This passage has two important points. First, coupled with the preceding sentence, "Were they not Bodhisattvas of the Earth, they could not chant the daimoku," it tells us that those who chant daimoku are all Bodhisattvas of the Earth. However, as the next sentence says, "Only I, Nichiren, at first chanted Nam-myoho-renge-kyo," there always has to be one who starts chanting and initiates the propagation of the Mystic Law with two, three and then a hundred coming to follow. The propagation of a religion is always started by one person awakened to his mission, followed by a great number of people who come in turn. The initiator is especially important, for his spirit will permeate those who appear later. In our case, the "one" was Nichiren Daishonin, our founder. But as the Daishonin stated, "Propagation will unfold this way in the future," the Soka Gakkai was established by one person, Tsunesaburo Makiguchi, the first president. He stood up alone and began propagation. Following Mr. Makiguchi, two, three and finally three thousand came to chant.
Immediately after World War II, Josei Toda, who succeeded him, came out of prison only to find the organization utterly defunct and lifeless in the ruins of war-torn Tokyo. He embarked on the propagation and was followed by two, three and a hundred people. Today, the Soka Gakkai has more than ten million members. We must never forget these founders, so that we may transmit their spirit correctly. That the propagation of daimoku starts from one person means that his spirit should be shared by all who come later.
The first person who stands alone is important, for he is the source of growth from then on. I want you to be firm in your conviction of this as an unchanging principle of kosen-rufu. Nichiren Daishonin tells us in his Letter to Niike: "The relation between cause and effect is like that between flower and fruit. When someone lights a fire in a great plain of dry grass, even a spark as faint as a firefly, the fire will burn one, two, ten, a hundred and thousand blades of grass, and finally reach all the trees and grass of the thousand-mile plain." A single match can cause a great conflagration. Each of us must be a match stick of faith.
The phrase, "chanting and teaching others," is also very important. "Chanting" is our own practice (jigyo), while "teaching others" is practice for others (keta). On the Three Great Secret Laws has the following statement: "Now in the Latter Day of the Law, the daimoku which Nichiren chants is different from that of previous ages --- Nam-myoho-renge-kyo is the practice both for oneself and for others." If we do not practice both for ourselves and for others, we are not truly following Nichiren Daishonin.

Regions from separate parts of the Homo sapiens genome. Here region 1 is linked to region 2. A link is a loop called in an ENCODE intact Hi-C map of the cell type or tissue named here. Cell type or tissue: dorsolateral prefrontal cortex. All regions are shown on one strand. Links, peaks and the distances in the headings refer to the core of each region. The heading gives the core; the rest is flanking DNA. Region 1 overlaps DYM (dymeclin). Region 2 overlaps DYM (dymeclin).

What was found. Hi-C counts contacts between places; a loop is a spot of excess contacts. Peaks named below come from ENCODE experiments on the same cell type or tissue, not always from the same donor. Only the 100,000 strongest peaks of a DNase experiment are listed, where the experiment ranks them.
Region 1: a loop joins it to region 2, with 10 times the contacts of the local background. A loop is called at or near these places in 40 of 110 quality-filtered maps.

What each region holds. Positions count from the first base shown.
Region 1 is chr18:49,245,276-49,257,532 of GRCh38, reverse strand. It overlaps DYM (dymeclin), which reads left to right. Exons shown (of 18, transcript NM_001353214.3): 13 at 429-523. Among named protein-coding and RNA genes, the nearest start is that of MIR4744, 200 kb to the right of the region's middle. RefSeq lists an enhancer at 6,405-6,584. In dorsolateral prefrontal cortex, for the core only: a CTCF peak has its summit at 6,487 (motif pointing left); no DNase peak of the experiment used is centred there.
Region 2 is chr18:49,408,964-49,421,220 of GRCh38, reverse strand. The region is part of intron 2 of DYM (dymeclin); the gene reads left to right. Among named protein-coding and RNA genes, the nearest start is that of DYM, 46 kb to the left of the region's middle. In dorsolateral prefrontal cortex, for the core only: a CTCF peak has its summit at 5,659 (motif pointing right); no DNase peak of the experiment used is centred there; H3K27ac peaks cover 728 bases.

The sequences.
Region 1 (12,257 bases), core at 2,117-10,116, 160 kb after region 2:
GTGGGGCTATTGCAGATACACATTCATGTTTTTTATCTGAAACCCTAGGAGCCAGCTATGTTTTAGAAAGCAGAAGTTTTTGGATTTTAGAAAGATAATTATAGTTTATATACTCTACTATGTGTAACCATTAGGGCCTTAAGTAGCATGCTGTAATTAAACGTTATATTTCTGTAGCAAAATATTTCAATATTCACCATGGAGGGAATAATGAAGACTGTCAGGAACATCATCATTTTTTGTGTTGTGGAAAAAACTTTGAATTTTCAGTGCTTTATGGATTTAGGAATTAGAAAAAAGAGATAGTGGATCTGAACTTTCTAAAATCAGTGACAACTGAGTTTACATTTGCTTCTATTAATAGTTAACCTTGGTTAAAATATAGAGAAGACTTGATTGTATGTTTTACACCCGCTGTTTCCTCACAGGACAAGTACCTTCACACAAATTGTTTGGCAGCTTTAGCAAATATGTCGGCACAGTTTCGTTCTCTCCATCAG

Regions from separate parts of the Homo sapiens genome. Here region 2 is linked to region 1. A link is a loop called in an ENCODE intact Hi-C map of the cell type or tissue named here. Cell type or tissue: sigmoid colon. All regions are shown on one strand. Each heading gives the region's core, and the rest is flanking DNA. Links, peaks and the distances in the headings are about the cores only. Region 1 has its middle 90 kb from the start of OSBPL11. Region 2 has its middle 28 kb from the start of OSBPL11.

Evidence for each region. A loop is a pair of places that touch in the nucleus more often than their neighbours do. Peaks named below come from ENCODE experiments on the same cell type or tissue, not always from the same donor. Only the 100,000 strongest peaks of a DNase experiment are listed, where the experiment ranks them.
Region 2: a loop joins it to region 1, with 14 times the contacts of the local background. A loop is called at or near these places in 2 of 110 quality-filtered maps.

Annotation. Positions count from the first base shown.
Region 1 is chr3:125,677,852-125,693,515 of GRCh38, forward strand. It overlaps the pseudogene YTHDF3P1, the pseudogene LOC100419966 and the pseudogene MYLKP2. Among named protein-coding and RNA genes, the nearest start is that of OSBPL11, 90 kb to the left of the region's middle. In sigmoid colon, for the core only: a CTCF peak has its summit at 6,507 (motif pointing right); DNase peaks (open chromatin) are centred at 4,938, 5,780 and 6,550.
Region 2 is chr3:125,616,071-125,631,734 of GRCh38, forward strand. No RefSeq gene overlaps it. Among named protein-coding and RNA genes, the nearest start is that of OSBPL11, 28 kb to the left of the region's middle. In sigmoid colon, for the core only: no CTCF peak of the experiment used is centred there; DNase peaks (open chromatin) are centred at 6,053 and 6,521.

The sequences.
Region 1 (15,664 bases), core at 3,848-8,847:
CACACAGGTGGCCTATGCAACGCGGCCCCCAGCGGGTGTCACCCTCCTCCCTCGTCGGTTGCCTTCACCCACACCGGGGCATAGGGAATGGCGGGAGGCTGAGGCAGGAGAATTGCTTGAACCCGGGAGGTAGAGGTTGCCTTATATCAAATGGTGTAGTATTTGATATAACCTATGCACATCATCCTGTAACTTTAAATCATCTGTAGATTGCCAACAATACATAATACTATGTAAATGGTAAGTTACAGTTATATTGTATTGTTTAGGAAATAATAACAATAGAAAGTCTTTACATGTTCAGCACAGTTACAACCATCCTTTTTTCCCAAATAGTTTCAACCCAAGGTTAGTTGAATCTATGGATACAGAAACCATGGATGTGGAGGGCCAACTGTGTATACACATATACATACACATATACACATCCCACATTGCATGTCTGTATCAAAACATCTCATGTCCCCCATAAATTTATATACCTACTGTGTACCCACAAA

The Ongi Kuden also mentions the significance of jigyo and keta concerning "chanting and teaching others." It reads, "The whole Yujutsu chapter is devoted to the mission of bodhisattvas sent by the original Buddha. The practice of these bodhisattvas is Nam-myoho-renge-kyo. That is what the sutra means by chanting. Teaching in the sutra means to lead all the people of Japan to the pure land of Eagle Peak." Only those who chant daimoku themselves and teach it to all the people around them are the Bodhisattvas of the Earth. The Daishonin says, "Propagation will unfold this way in the future," meaning that the principle of chanting and teaching is basic to all ages.
Since you believe in the Gohonzon, the entity of Nichiren Daishonin's life, and live up to the spirit of Makiguchi and Toda, I hope you will stand alone courageously, chanting and propagating daimoku wherever you are. To stand alone means to take total responsibility for kosen-rufu in the home, office or community. Buddhism and kosen-rufu lie in the places closest to you and in steady, continuous activities. We all have to be aware that we are here as envoys from the original Buddha, Nichiren Daishonin.
No matter what our circumstances, each of us has his own set of human relationships. He forms his own associations in his home, office and in his community with many types of people. In the light of the Mystic Law, these are the places to carry out his mission, and the people there are all fellow bodhisattvas. In that group of people you are the one and only person who can assume the responsibility and mission for kosen-rufu. To stand up alone to fight for kosen-rufu in your own place and circumstances is to "emerge from the earth."
In addition, the above passage declares that it is the common people who bear the burden of creating the worldwide tide of true Buddhism. Neither power nor authority will ever help to accelerate the movement for kosen-rufu. Never forget the Daishonin's words, "Propagation will unfold this way in the future." Kosen-rufu begins with a single person to reach all strata of people.
"At the time of kosen-rufu, the entire Japanese nation will chant Nam-myoho-renge-kyo, as surely as an arrow aimed at the earth cannot miss the target." Thus we see the Daishonin's conviction --- and prediction --- that all Japanese would come to chant the daimoku, Nam-myoho-renge-kyo. "The entire Japanese nation" means everyone, housewives, students, educators, statesmen and all others. As all people study and practice Buddhism, create value in their lives and contribute to society, they will bring about a total revolution in society. This is what is meant by "the entire Japanese nation." However, although the Daishonin mentions only Japan, he does not imply that we should neglect propagation of the Mystic Law in other countries. It is clear from the words, "to achieve kosen-rufu throughout the world," which appear in many parts of the Lotus Sutra and the Gosho. It might be noted, however, that Nichiren Daishonin meant Japan as the land where the people's efforts are especially needed in the first stage of kosen-rufu. Japanese members should realize that kosen-rufu in Japan will be a great example to members throughout the world, and act accordingly.
Buddhism for One and All